In the good old days, back before things got weird, businesses usually tried to attract customers. A clothing boutique might have, say, mannequins and pay a premium for storefront windows. A restaurant might have a big neon sign that reads, “Eat at Joe’s” or, perhaps simply, “Restaurant & Bar.” But these days, the hottest restaurants are those that look the least like restaurants, or anything notable really. Louis Brandeis once wrote, “Publicity is justly commended as a remedy for social and industrial diseases. Sunlight is said to be the best of disinfectants.” Now, the more hidden a restaurant or a menu is from a man’s eyes, the more he wishes to see it.
Le Restaurant, whose obvious name belies its un-obviousness, is a case in point. No sign, neon or otherwise, marks the entrance. In fact, to enter it one must walk through a gourmet supermarket in Tribeca. Diners pass the fish slab, and head right, down a steep set of stairs into the warmly lit hobbit hole. Downstairs it’s Copenhagen-on-the-Hudson. The chef, Ryan Tate, might be a Michigander but the light blond wood, the serious mysterious chefs in their blue aprons, the candlelight and the smell of burnt wood is strictly Nordic. The menu, a chef’s tasting six-course affair for $100, isn’t overtly New Nordic. In fact, with dishes like snails and whelks in foamy huitlacoche mushroom broth, you’d be hard-pressed to pinpoint its origins.
But it’s not only entire restaurants that go underground. Even above-board restaurants have secret sides. Roman’s, Andrew Tarlow’s Fort Greene Italian restaurant, serves free pizza the first Wednesday of the month. High-end Japanese restaurants, like Ushiwakamaru, routinely turn into ramen shops after midnight. There’s an informal black market among foodies for off-menu items. Not the items themselves, but the knowledge they exist.
New York does not have a monopoly on secret or secretive dining options. San Francisco is a city of secrets, from the Widowmaker Pizza at A16 to a fistful of underground dining clubs like Stag Dining and Lazy Bear. Even Los Angeles has Totoraku, the high-end invitation-only Japanese steak house. And, of course, even national chains are rumored to have secret menus. McDonald’s has its Mc10:35 sandwich and Starbucks a secret Nutella drink. But despite these options, New Yorkers are obsessed with secret restaurants. Why?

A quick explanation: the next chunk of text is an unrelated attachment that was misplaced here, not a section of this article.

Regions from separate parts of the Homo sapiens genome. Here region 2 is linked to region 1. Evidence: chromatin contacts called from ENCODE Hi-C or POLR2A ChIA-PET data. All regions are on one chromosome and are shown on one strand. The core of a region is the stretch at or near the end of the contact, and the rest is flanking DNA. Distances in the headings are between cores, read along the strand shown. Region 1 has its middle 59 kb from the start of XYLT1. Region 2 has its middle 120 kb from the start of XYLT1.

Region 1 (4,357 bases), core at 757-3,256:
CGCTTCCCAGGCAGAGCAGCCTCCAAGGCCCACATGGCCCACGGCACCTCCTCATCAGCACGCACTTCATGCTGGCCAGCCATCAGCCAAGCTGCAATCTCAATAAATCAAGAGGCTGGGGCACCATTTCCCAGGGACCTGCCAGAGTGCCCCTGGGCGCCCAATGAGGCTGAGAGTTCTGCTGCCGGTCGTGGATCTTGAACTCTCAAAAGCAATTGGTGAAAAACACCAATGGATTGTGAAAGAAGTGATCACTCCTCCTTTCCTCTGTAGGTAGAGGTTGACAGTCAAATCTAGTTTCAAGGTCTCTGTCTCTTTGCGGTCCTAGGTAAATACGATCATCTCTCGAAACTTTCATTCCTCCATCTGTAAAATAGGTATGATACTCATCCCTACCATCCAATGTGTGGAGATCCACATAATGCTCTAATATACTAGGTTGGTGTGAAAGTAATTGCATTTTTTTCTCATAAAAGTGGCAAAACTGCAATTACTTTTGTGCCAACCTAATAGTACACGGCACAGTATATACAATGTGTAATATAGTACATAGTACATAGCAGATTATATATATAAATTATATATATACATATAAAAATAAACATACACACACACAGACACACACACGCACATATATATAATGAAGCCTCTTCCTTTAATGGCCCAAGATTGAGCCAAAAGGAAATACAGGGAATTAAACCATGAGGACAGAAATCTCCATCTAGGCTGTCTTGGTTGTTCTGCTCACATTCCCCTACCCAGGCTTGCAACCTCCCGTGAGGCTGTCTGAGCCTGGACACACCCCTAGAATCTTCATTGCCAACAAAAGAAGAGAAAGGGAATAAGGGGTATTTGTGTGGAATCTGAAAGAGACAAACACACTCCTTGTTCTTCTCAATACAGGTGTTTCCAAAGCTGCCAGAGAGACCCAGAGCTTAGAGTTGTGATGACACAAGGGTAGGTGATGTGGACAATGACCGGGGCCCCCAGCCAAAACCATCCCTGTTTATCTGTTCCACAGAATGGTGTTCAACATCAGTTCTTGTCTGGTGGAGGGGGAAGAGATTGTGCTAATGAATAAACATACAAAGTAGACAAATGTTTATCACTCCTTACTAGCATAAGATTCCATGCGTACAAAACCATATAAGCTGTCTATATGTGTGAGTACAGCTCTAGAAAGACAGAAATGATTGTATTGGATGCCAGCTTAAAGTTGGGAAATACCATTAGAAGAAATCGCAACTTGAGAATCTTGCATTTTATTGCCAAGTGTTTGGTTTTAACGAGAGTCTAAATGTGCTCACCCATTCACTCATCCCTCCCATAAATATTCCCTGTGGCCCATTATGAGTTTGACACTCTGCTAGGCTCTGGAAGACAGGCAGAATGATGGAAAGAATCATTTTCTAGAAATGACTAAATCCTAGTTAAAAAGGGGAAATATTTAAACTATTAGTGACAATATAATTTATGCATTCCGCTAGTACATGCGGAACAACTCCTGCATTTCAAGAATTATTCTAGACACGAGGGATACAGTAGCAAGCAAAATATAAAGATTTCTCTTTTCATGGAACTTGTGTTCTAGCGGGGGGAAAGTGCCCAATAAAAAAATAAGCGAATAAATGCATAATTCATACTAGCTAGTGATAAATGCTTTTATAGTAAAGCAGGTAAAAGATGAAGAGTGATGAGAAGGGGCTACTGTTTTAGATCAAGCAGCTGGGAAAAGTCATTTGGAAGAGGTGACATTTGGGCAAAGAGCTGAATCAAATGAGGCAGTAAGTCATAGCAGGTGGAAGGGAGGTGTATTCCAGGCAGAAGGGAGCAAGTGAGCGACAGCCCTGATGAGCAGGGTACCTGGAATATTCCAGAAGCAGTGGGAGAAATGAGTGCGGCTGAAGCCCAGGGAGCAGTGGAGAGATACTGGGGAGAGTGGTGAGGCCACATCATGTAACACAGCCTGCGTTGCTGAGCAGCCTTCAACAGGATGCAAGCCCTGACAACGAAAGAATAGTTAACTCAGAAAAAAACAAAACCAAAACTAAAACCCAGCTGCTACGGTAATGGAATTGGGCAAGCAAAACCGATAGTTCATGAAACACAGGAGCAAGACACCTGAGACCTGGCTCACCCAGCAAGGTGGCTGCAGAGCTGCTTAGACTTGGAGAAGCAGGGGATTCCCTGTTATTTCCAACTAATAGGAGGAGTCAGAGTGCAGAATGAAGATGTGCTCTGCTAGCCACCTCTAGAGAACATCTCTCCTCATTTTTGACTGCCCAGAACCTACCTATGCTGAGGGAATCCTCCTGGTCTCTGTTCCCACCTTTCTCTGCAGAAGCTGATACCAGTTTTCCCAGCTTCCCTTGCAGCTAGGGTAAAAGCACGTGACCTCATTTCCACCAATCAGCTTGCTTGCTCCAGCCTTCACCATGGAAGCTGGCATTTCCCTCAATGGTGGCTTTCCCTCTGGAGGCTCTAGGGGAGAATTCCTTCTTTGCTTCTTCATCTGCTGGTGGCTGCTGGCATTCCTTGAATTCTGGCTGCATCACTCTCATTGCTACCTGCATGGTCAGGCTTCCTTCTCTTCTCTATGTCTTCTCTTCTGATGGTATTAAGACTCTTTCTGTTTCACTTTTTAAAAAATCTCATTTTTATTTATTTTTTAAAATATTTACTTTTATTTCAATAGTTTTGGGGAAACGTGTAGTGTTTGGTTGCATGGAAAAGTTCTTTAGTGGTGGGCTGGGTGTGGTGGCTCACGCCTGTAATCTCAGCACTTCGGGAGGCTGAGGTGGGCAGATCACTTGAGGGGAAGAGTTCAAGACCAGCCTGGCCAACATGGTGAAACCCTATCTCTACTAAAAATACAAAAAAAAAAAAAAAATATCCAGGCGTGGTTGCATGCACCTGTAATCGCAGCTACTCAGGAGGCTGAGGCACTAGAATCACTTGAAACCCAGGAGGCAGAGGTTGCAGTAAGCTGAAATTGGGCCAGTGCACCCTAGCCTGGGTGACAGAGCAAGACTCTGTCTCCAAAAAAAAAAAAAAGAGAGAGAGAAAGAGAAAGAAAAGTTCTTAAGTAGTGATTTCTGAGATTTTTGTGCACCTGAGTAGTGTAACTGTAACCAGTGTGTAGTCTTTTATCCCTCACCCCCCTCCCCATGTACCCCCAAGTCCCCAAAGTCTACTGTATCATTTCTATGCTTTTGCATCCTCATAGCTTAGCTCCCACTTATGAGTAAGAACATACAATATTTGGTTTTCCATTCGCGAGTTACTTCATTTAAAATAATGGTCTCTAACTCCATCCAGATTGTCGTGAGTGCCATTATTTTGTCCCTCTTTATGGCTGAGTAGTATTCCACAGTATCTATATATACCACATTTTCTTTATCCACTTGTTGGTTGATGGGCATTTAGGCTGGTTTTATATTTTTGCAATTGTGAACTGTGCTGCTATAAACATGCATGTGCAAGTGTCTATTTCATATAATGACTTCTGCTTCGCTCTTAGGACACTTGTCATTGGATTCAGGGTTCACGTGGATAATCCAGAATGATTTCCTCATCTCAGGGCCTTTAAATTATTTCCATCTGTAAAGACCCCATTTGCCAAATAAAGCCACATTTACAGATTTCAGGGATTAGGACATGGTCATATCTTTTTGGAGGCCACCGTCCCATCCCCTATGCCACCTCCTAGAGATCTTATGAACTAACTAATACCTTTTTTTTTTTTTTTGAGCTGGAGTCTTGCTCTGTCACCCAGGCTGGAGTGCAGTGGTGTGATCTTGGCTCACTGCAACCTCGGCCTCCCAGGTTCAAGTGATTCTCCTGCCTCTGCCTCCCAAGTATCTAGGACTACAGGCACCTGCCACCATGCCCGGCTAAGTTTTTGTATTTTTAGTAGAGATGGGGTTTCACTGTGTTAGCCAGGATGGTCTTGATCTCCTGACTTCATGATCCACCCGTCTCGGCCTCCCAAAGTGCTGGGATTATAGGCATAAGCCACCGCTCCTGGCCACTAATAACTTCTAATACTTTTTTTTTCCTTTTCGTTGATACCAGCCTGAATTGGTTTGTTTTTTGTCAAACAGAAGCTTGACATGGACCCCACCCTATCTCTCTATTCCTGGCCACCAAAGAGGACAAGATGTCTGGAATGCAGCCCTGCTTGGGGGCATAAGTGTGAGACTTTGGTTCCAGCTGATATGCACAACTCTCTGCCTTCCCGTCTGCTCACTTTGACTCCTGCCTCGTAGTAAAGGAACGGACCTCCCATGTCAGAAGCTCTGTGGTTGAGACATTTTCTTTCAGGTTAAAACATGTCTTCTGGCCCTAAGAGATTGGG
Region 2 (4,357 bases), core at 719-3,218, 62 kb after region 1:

Well, I’ve got a few theories. First, like many dwellers in urban first-world metropolises, at least the dwellers who regularly go out to eat, things have gotten a little too easy in the Big Apple. Finding great food and great restaurants is about as hard as growing older. And so, perhaps for fun, we erect hurdles to make things harder. Everyone wants a good challenge in their otherwise gently rolling lives, so why not make it dinner?
But real estate also plays an important role. Unless one is not very popular and has few friends or one is very wealthy and has many, entertaining at home is simply not an option. There’s a point in our lives when being crammed into a kitchen with twelve other people ceases to feel bohemian and begins to stifle. Secret dining clubs, secret restaurants, secret dishes forms a community—a fleeting one, but a community nonetheless. You are eating in the company of others as cool or as dogged as you. You might not make eye contact. You certainly will never acknowledge it, but these are your brothers and sisters in dining. Restaurants are our living rooms. Secret restaurants are our clubhouses.
So as I slurped my snail at Le Restaurant on a recent evening, I surreptitiously surveyed the room. Handsome men and toothsome women, one precocious tween on his iPad. Couples looking tenderly at each other. Quartets engaged in looking tenderly in four variations. It felt good to see so many people, beautiful people, though perhaps that was due to the soft light and the Perfect Rye Manhattans. Sadly, the New York Times had already raved about Le Restaurant. The secret was out and it was time to move on.